Her shop is a small, quaint venue. If the prices seem offensively high to some locals, others might ask, why shouldn’t Bronx residents be able to choose between a $1 bodega coffee and a $5 latte? “Change is going to happen,” Carter says. “And we know the cost of doing nothing. This is where I think the social justice industrial complex has done a fantastic job of making poverty a cultural attribute. Like it’s something to be preserved and anything else is inauthentic.” Carter believes that gentrification happens when people in certain communities are taught to believe that their neighborhood has no real value. In 2016, the median home values in the Bronx reached $378,000, but according to Trulia, trends are showing a four percent year-over-year rise in median sales price.
“I feel like now, I’m representing my community at a very pivotal stage where developers are seeing the Bronx, they want to come build,” said Rafael Salamanca Jr., the New York city council member representing Mott Haven and other South Bronx neighborhoods. “I welcome it, but I welcome responsible development … I want to make sure that they’re being built for us. We can develop the South Bronx, bring in businesses without gentrifying the community. I’m a living example of that. I never left my community. I’m raising a family here, and I have many friends who are doing the same thing. But that’s why I also take building affordable housing very seriously.“
For Noëlle Santos, it’s about creating opportunities for her people, a mission that she sees mirrored in most of the new businesses that have cropped up around the South Bronx. She is scheduled to open a bookstore, the Lit.Bar, this fall in Mott Haven, an important addition in the borough infamous as the only one without a general-interest bookstore since Barnes & Noble departed in 2016. Santos, who has been in this part of the South Bronx since moving from another Bronx neighborhood a decade ago, said she wants to create “that pipeline from the Bronx to the publishing world. Most of us have no knowledge of how publishing works. Imagine if 12-year-old Noëlle knew that writing or opening a bookstore was an actual career. I was never exposed to it.”
Wherry said that homegrown evolutions like the one that’s happening in the Bronx are a way of saying, “We don’t need to be what you would have us be. And in some ways, what you would have us be is a staging ground for others to move in and move us out. We’re not here to dress a neighborhood up for transformation that involves our removal. Instead we’re here to better our own lives and push back against an unfair narrative that’s been debilitating.”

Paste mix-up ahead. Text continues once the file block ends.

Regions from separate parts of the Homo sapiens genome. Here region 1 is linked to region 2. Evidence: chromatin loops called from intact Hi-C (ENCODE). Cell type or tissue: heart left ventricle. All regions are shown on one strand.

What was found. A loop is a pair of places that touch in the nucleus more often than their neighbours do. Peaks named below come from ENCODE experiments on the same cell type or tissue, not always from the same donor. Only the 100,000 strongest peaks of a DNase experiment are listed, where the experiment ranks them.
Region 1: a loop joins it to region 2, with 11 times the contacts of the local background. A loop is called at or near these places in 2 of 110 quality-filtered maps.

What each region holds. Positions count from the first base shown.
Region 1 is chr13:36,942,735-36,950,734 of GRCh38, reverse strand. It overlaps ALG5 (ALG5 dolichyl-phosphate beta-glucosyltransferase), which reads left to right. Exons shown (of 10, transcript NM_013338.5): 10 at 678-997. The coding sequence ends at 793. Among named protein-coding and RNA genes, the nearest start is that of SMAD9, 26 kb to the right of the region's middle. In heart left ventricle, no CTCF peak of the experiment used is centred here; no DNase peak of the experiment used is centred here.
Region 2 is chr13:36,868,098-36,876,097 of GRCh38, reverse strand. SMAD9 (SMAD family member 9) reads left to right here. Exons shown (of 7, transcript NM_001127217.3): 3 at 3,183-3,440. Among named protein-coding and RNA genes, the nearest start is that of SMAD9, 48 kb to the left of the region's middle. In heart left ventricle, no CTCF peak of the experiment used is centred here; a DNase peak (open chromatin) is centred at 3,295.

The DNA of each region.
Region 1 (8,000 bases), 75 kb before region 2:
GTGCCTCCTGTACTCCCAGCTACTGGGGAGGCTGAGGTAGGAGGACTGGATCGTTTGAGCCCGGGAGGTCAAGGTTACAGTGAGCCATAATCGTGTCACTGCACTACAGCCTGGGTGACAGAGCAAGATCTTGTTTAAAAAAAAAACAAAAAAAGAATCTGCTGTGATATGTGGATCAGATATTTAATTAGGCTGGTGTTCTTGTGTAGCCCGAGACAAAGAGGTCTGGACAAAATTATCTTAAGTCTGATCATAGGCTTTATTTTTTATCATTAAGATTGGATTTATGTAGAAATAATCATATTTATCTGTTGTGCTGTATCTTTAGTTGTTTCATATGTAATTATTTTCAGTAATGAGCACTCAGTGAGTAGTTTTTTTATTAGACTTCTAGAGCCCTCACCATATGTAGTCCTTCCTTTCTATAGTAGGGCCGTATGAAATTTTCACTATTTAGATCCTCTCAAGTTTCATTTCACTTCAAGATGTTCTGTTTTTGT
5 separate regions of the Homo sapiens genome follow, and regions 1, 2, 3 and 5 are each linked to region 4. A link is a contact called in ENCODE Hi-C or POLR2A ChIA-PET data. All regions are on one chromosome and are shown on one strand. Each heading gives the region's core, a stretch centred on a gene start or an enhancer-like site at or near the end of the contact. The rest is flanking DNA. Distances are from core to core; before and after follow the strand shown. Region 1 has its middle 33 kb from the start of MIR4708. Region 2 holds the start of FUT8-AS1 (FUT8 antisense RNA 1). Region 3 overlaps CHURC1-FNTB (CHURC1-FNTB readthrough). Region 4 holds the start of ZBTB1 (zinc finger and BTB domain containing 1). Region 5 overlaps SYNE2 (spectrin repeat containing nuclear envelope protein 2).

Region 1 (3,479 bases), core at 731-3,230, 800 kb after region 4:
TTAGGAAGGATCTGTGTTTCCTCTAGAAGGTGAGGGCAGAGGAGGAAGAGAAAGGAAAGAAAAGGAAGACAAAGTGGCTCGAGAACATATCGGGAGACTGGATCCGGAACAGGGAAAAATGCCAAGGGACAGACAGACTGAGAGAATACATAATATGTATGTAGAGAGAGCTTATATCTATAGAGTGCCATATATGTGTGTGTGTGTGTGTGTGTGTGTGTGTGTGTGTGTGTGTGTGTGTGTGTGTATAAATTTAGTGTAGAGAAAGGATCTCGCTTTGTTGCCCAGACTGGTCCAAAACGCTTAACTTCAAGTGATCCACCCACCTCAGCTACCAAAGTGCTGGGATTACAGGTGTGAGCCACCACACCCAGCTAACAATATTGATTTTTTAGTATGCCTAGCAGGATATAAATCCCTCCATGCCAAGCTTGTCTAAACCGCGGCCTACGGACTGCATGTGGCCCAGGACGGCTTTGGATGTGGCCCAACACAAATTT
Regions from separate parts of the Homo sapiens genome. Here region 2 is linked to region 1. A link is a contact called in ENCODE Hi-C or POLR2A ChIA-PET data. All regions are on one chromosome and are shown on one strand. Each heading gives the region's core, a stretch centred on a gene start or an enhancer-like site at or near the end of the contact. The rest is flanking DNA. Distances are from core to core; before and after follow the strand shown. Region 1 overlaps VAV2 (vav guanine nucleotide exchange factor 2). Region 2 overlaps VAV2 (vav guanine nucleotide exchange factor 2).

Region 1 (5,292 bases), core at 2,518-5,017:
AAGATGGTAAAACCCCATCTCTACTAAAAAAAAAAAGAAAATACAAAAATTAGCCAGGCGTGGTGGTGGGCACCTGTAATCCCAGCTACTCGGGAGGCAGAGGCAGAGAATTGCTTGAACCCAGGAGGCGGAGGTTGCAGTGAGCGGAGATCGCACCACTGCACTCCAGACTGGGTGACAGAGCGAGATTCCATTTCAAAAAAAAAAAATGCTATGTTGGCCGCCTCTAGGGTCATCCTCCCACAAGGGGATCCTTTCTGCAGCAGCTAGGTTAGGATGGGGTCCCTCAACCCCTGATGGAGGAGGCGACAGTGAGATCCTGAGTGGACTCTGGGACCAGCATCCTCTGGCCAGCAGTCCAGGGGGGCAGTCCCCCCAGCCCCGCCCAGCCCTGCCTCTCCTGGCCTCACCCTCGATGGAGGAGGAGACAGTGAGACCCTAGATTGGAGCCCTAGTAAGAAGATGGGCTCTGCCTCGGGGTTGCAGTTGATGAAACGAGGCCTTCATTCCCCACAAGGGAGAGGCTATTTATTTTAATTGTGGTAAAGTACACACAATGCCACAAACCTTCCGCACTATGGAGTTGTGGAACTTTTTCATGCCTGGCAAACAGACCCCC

This new surge of pride is keeping innovative minds in the hood, and it’s shifting what culture looks like in the Bronx. By staunching the brain drain, these residents believe they are creating a community that is open to more varied forms of expression and taste. After all, not every kid in the Bronx dreams the same dreams. For some, expression might be dropping beats on a street corner, for others, attending a punk night at the Bronx Museum; and for some Bronx natives it means opening and frequenting the type of coffee shops and venues that they once had to venture out of borough to find.
These Bronx-born entrepreneurs consistently say that the borough is going through an awakening, both culturally and economically and the figures bear it out: In 2017, there were more businesses in the Bronx than at any time since 1975. But the question remains, will all of these native efforts to create new businesses and new-style spaces ease the pain of gentrification, or will these homegrown efforts make the borough appealing to deep-pocketed buyers, thus pricing low-income, long-time residents out?
Daniel Baker, AKA Desus Nice, of the Desus and Mero late night comedy show (soon to join Showtime), was among those at Compound 2.0’s soft launch last Wednesday. Nice is from the Bronx and said he loves the energy he’s seeing here from his fellow natives. “It’s like a little village,” he said, “like the early days of Williamsburg before it turned into a film set.” When asked if he thought the Bronx would turn into a film set, too, he said, “No, I don’t think so because of the people here. Everybody’s coming together.”
Nice said he just moved into one of the new luxury condos in the Bronx. “It’s sad because other people in the building are telling me, ‘Don’t go outside. The projects are out there.’ And I’m like, ‘Yo, I grew up with people from the projects.’ People are not embracing the community. But if we keep working together we can push back.”